The Problem of Collectivism in the Church: finding the balance


This post is a response to a previous post in which I talked about the Problem of Individualism in the Church. I claimed that Individualism has hurt the church, and I stand by that position. This post is a warning of the dangers of collectivism in the church.

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We Call Our Pastor ‘Father’ (no, we’re not Catholic)


When mentioning to our family members and friends how we are Anglican, we get a lot of confused looks and questions. Once they hear the word “father,” they think that we’re Catholic. Also, in conversations with friends who are wives of Anglican priests, they talk about getting flack for being married to a priest–thinking that all men who wear collars must be celibate! Well, this post is a little unpacking of the tradition of calling pastors ‘father,’ the clerical collar and the allowances of the men who wear them.

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Tips & Tricks #5: HOW TO VACATION BY CAR

Welcome to Tips & Tricks #5



We’ve been on the road for the last month! Yes, that’s right, we left our humble abode and went on a trip to a couple different cities from December 5th until today–January 2nd. I’d like to say that I’ve learned a couple things, so I’m sharing with you the tips and tricks I’ve picked up from this past month of traveling. Some things we kept in mind while traveling (and always in everything) are to stay within a budget, and to be efficient with space, packing, and physical effort.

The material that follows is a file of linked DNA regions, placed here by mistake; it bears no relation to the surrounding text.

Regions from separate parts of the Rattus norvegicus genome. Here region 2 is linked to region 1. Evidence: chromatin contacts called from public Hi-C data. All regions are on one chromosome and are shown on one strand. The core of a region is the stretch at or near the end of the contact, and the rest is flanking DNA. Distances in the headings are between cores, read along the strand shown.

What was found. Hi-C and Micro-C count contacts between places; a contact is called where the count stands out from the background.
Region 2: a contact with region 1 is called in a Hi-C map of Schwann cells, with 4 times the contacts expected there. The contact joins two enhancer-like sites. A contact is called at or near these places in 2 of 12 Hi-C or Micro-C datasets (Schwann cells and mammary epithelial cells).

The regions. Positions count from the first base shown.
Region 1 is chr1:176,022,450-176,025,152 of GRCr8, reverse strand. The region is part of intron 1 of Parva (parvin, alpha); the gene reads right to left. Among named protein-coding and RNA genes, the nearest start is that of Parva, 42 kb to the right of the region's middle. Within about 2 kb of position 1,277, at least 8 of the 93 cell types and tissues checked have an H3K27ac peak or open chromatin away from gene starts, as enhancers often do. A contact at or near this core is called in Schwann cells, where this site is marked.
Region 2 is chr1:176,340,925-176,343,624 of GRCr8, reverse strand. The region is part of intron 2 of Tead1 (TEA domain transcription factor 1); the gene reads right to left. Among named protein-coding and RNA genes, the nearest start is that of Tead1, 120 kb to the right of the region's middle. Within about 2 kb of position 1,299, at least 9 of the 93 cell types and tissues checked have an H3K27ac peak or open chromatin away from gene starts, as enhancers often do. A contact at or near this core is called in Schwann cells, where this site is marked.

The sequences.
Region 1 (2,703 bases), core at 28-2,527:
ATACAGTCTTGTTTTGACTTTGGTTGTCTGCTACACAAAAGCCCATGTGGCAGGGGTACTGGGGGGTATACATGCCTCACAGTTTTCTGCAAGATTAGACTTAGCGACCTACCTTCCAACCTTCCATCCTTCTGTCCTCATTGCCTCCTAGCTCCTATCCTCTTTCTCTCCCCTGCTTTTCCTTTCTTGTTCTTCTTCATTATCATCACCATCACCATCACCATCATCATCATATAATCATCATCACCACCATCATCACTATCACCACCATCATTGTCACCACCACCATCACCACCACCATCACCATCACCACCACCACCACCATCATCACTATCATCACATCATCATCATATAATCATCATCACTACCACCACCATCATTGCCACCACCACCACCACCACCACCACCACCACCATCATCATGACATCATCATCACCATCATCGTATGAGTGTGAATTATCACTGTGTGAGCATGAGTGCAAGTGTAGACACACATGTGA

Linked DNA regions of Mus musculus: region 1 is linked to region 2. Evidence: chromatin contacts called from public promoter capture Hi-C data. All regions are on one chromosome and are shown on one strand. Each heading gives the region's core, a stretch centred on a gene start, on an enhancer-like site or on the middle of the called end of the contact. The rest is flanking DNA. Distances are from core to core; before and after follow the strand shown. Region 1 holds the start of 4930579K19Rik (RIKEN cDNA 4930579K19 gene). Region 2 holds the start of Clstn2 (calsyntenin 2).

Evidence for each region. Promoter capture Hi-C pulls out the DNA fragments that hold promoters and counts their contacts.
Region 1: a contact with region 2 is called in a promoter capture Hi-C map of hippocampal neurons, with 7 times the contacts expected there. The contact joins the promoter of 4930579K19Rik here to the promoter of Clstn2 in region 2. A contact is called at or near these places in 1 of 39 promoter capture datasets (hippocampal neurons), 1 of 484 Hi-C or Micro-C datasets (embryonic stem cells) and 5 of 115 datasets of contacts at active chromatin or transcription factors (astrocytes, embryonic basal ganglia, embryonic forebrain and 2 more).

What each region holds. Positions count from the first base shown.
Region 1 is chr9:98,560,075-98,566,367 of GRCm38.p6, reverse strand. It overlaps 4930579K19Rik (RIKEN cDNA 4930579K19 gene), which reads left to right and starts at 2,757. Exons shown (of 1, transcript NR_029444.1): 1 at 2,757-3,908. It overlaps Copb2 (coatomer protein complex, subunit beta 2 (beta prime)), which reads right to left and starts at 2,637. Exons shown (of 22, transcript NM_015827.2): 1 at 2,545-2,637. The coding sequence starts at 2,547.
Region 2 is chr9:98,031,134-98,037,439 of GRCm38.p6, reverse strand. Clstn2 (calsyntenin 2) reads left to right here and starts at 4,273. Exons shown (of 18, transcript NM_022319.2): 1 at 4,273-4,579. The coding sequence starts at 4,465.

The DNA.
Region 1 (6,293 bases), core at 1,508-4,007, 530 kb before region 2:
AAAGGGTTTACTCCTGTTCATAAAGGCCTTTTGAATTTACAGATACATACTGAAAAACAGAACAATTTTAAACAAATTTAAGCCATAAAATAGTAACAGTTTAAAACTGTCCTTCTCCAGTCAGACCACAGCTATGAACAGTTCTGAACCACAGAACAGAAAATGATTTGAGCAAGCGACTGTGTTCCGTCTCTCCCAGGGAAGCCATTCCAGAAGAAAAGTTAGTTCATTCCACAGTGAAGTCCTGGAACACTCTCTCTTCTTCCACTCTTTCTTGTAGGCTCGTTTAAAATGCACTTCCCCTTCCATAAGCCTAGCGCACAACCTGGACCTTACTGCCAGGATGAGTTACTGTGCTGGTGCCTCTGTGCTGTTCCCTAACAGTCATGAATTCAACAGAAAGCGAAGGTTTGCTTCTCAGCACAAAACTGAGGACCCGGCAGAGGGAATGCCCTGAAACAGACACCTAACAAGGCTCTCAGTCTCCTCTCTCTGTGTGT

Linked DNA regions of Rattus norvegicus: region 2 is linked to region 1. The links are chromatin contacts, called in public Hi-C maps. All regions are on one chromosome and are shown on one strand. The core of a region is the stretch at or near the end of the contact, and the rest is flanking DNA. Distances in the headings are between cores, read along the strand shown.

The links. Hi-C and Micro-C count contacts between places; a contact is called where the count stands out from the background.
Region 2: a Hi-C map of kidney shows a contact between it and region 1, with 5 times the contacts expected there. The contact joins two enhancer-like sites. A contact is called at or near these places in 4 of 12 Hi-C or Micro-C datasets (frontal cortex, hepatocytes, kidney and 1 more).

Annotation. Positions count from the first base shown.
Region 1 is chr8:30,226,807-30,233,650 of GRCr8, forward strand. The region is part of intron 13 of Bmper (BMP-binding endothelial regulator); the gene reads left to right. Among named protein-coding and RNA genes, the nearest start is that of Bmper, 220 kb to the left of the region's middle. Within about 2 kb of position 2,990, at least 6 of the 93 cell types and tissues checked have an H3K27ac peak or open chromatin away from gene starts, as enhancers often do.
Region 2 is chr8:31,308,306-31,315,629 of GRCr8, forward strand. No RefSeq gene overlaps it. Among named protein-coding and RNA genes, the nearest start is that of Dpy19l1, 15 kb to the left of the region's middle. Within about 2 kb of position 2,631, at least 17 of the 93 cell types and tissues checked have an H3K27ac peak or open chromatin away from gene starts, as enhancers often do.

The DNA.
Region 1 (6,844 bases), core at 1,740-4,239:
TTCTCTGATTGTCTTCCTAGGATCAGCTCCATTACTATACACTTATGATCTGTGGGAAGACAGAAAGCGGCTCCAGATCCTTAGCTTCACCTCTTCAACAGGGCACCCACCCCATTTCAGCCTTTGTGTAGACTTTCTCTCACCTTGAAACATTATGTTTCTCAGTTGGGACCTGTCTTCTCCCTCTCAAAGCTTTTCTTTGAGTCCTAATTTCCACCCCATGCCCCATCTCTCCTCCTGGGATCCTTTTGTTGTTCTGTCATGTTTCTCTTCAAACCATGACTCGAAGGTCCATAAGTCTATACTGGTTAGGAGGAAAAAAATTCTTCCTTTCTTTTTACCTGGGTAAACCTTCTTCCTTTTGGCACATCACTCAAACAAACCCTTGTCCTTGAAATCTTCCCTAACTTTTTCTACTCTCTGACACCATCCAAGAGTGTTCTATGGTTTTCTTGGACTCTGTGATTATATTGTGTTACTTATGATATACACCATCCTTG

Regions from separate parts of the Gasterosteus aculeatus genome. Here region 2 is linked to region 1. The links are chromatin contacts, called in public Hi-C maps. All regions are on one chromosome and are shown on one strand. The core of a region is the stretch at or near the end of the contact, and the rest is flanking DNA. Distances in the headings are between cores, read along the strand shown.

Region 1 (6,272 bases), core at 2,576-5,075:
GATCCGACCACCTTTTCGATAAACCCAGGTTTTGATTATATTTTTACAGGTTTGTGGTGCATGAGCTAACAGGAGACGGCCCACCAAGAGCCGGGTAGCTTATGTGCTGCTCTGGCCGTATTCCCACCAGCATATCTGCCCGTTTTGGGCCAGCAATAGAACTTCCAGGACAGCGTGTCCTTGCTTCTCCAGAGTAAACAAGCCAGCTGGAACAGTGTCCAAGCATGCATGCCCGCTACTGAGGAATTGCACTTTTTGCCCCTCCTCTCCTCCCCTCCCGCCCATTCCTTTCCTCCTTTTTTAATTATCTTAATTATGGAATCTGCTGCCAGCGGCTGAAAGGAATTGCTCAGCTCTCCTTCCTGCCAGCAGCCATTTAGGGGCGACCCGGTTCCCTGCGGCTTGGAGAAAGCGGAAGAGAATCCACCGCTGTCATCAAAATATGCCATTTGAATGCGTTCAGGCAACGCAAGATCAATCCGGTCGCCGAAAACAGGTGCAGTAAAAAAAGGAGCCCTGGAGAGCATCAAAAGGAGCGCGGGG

What to bring when vacationing by car? This depends on the kind of places in which you’ll be staying. We were staying with our friends, relatives, and sometimes, in a home where the residents were absent (when we went to the Poconos and rented a cabin). If you are planning on staying in a hotel, you might not have access to a kitchen like we were fortunate to have. This really helps reduce the amount of money you would spend on food if you are able to cook for yourself.

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Welcome toTips & Tricks #4


white candles wreath-2

Merry Christmas one and all! We celebrate the first coming of our Savior, Lord Jesus Christ, in this Christmas season. We call it “Christmastide” or the “Twelve Days of Christmas.” Most all of us have heard of the song The Twelve Days of Christmas, but pay it no mind as we dutifully take down our Christmas decorations the day after Christmas. (If we leave them up past New Year’s Day, we are considered lazy and disrespectful!) But the celebration of Advent an Christmas in the Anglican Church calendar is very different from what we are used to here in America. Here are some major differences:

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Tips & Tricks #3 – MINIMALIST CLOSET

Welcome to Tips & Tricks #3



Welcome to another week of Tips & Tricks: How to Make an Anglican Home! Soon after having my daughter, I found myself wasting tons of time picking through my clothes to find something that fit, looked somewhat flattering, wasn’t super worn down, and coordinated with my other clothes. Imagine getting ready in the mornings and having to put the baby down for just a few moments so that you can get dressed. (Yes, the baby starts screaming, and you start flinging clothes out of your closet frantically!) I believe my baby was only 2 months old when I told my husband that I was thinking about starting a minimalist closet. He scoffed at me because he had already been living off of a rotation of about 10 items in his closet; but then he really did encourage me to do it.

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What to do about Santa

Santa Claus Sleigh and Reindeer tlg

Now that we have a daughter, the question of what to do about Santa comes up. As Christians, we know that Christmas is all about Christ! The true meaning of Christmas has almost nothing to do with what Santa Claus has become today (a highly commercialized fictional character who travels with flying reindeer, fits through chimneys, and rewards children for being good).